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Monday, July 20, 2009

  • Walter Cronkite (1916-2009): Legendary CBS Anchorman Was Critical of Media Consolidation, Wars in Vietnam and Iraq

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    The legendary CBS anchorman Walter Cronkite died at the age of ninety-two at his home in New York on Friday. For nearly twenty years, Cronkite’s broadcast was a nightly staple in millions of American homes from 1962 until he left CBS Evening News in 1981. Praise for Cronkite’s work and legacy is all over the news, but few in the mainstream media have mentioned what many consider Cronkite’s most important news moment. In February 1968, soon after he returned from a trip to Vietnam, Cronkite cast doubt on the war and helped turn the tide of American public opinion against it. [includes rush transcript]

  • NAACP Turns 100: The History and Future of the Nation’s Oldest and Largest Civil Rights Organization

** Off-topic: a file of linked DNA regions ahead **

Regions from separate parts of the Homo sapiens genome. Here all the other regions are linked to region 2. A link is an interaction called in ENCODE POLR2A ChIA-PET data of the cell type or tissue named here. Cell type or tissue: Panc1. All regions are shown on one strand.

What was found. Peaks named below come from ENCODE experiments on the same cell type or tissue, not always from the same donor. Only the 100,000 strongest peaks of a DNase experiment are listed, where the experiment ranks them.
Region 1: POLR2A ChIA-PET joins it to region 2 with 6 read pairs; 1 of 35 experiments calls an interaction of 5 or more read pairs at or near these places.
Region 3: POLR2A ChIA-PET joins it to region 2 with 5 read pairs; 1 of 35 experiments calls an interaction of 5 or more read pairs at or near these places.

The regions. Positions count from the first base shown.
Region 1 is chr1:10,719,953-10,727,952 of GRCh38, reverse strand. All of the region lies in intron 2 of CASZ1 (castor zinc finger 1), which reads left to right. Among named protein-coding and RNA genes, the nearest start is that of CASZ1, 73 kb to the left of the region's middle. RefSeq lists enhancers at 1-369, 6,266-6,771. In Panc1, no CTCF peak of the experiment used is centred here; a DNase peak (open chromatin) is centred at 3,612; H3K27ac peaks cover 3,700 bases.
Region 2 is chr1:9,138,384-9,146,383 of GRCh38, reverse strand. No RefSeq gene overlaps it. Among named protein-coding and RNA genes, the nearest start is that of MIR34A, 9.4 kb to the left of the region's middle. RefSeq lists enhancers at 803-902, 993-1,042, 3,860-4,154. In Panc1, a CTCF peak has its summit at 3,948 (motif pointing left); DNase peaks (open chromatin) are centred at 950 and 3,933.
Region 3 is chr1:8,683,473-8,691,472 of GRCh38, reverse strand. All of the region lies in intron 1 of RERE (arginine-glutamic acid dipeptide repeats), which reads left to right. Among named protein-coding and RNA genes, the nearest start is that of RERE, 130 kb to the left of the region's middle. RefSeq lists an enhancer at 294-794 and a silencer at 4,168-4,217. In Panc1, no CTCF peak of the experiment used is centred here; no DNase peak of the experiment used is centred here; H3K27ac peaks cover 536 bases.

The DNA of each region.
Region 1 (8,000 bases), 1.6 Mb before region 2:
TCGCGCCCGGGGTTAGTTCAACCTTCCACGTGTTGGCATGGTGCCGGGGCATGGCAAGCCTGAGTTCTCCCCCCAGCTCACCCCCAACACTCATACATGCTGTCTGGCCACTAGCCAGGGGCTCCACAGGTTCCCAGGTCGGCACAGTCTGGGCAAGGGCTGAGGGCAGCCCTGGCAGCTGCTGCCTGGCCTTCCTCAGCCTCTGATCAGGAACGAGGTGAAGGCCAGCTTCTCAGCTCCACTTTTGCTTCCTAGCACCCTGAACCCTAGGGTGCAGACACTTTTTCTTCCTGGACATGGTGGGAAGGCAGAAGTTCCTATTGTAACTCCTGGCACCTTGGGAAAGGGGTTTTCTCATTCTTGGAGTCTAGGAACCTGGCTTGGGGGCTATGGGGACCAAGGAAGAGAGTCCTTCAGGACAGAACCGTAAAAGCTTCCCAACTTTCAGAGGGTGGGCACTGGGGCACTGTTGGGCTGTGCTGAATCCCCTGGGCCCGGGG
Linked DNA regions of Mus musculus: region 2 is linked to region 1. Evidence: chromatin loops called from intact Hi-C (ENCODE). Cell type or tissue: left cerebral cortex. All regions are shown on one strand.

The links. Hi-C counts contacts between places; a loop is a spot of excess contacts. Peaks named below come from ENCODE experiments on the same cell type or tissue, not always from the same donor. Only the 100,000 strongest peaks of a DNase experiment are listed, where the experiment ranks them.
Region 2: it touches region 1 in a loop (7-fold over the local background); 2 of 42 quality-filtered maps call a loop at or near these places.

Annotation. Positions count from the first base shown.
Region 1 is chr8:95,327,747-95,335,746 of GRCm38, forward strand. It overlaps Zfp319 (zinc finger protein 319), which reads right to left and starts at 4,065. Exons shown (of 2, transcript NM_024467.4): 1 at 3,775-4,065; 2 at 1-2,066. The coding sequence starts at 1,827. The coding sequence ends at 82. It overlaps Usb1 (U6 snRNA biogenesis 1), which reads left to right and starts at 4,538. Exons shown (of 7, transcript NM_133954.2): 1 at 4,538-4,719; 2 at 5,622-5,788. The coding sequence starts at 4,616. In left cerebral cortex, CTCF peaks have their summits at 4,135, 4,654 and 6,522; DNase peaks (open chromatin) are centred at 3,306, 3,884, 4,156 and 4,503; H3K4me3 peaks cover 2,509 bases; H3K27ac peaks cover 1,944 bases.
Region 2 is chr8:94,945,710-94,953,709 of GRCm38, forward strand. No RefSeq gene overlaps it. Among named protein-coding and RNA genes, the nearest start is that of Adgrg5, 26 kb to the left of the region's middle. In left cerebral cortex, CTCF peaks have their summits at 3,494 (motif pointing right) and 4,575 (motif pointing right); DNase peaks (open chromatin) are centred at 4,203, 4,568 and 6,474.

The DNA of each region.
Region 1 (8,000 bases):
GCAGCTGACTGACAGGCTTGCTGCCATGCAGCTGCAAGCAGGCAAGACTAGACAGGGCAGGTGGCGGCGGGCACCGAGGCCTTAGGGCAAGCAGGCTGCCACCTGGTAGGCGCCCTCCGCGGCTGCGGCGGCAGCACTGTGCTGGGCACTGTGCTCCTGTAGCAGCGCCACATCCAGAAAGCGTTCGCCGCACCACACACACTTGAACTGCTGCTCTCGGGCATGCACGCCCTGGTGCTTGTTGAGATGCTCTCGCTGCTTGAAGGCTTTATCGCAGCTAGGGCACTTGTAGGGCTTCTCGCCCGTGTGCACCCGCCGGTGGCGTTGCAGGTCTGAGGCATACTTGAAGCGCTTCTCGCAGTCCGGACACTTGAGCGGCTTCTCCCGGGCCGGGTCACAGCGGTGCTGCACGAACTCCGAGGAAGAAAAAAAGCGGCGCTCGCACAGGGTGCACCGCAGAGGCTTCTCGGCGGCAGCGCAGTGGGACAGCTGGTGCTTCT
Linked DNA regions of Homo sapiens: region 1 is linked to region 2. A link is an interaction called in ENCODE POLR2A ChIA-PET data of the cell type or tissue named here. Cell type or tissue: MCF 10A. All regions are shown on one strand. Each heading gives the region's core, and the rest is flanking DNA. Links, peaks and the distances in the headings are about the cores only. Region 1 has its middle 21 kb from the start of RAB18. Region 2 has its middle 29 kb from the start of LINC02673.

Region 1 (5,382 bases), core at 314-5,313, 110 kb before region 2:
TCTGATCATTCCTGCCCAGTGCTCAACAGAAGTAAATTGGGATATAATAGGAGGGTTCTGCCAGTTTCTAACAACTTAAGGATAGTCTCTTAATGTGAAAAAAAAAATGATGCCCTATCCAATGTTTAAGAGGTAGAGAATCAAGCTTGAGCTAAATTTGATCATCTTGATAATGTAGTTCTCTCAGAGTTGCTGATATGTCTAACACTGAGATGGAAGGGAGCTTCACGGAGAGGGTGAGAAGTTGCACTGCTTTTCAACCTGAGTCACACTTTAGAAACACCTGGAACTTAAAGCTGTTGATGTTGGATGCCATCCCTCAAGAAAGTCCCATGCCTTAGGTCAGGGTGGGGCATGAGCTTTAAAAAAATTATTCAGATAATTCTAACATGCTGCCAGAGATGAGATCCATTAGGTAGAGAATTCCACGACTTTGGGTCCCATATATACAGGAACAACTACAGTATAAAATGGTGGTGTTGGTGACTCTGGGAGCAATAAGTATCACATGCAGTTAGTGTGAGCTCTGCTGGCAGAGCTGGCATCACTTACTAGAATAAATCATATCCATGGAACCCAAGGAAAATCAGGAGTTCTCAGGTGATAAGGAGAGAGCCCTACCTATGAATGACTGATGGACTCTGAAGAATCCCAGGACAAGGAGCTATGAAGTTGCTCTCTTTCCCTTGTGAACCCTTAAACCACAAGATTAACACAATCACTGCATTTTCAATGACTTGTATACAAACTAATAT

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    The National Association for the Advancement of Colored People, or the NAACP, the country’s oldest and largest civil rights organization, had its 100th anniversary celebrations last week. The biggest event of the week was President Obama’s address in Harlem Thursday night. Thousands were in the audience as the President gave his first major speech on race since taking office. We take a look at the history and future of the NAACP with longtime NAACP board chairman Julian Bond and with historian Patricia Sullivan, author of Lift Every Voice: The NAACP and the Making of the Civil Rights Movement. [includes rush transcript]

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